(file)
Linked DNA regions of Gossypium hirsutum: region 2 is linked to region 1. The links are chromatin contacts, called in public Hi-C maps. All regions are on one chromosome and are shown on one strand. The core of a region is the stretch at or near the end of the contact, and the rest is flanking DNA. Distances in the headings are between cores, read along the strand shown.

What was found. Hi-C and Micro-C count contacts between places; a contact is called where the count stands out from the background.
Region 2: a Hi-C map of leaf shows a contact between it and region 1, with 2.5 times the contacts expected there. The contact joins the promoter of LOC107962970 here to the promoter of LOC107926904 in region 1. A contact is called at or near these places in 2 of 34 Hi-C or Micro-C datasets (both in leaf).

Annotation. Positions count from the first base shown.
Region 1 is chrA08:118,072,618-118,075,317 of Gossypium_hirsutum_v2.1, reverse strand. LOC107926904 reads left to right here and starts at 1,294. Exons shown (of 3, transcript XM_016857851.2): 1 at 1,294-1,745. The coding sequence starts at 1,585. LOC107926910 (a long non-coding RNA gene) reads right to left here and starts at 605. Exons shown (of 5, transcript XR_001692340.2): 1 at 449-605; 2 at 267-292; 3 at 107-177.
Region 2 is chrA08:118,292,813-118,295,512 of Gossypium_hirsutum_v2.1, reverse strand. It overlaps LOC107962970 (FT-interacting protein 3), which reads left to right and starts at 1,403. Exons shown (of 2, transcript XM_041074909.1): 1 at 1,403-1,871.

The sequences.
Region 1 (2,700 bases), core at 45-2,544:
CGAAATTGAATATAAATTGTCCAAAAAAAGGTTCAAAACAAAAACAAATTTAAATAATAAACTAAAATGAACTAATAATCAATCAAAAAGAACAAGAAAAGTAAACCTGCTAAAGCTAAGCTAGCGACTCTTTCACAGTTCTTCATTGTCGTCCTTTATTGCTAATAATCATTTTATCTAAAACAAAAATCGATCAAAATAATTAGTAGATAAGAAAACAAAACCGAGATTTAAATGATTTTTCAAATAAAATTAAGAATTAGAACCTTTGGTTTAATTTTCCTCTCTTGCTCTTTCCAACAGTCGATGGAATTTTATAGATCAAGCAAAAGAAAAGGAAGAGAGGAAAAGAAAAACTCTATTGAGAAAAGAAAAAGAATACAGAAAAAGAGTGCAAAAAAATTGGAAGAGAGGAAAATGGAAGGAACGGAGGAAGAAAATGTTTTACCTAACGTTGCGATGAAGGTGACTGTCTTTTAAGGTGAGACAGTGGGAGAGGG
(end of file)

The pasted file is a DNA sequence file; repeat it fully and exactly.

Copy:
Linked DNA regions of Gossypium hirsutum: region 2 is linked to region 1. The links are chromatin contacts, called in public Hi-C maps. All regions are on one chromosome and are shown on one strand. The core of a region is the stretch at or near the end of the contact, and the rest is flanking DNA. Distances in the headings are between cores, read along the strand shown.

What was found. Hi-C and Micro-C count contacts between places; a contact is called where the count stands out from the background.
Region 2: a Hi-C map of leaf shows a contact between it and region 1, with 2.5 times the contacts expected there. The contact joins the promoter of LOC107962970 here to the promoter of LOC107926904 in region 1. A contact is called at or near these places in 2 of 34 Hi-C or Micro-C datasets (both in leaf).

Annotation. Positions count from the first base shown.
Region 1 is chrA08:118,072,618-118,075,317 of Gossypium_hirsutum_v2.1, reverse strand. LOC107926904 reads left to right here and starts at 1,294. Exons shown (of 3, transcript XM_016857851.2): 1 at 1,294-1,745. The coding sequence starts at 1,585. LOC107926910 (a long non-coding RNA gene) reads right to left here and starts at 605. Exons shown (of 5, transcript XR_001692340.2): 1 at 449-605; 2 at 267-292; 3 at 107-177.
Region 2 is chrA08:118,292,813-118,295,512 of Gossypium_hirsutum_v2.1, reverse strand. It overlaps LOC107962970 (FT-interacting protein 3), which reads left to right and starts at 1,403. Exons shown (of 2, transcript XM_041074909.1): 1 at 1,403-1,871.

The sequences.
Region 1 (2,700 bases), core at 45-2,544:
CGAAATTGAATATAAATTGTCCAAAAAAAGGTTCAAAACAAAAACAAATTTAAATAATAAACTAAAATGAACTAATAATCAATCAAAAAGAACAAGAAAAGTAAACCTGCTAAAGCTAAGCTAGCGACTCTTTCACAGTTCTTCATTGTCGTCCTTTATTGCTAATAATCATTTTATCTAAAACAAAAATCGATCAAAATAATTAGTAGATAAGAAAACAAAACCGAGATTTAAATGATTTTTCAAATAAAATTAAGAATTAGAACCTTTGGTTTAATTTTCCTCTCTTGCTCTTTCCAACAGTCGATGGAATTTTATAGATCAAGCAAAAGAAAAGGAAGAGAGGAAAAGAAAAACTCTATTGAGAAAAGAAAAAGAATACAGAAAAAGAGTGCAAAAAAATTGGAAGAGAGGAAAATGGAAGGAACGGAGGAAGAAAATGTTTTACCTAACGTTGCGATGAAGGTGACTGTCTTTTAAGGTGAGACAGTGGGAGAGGG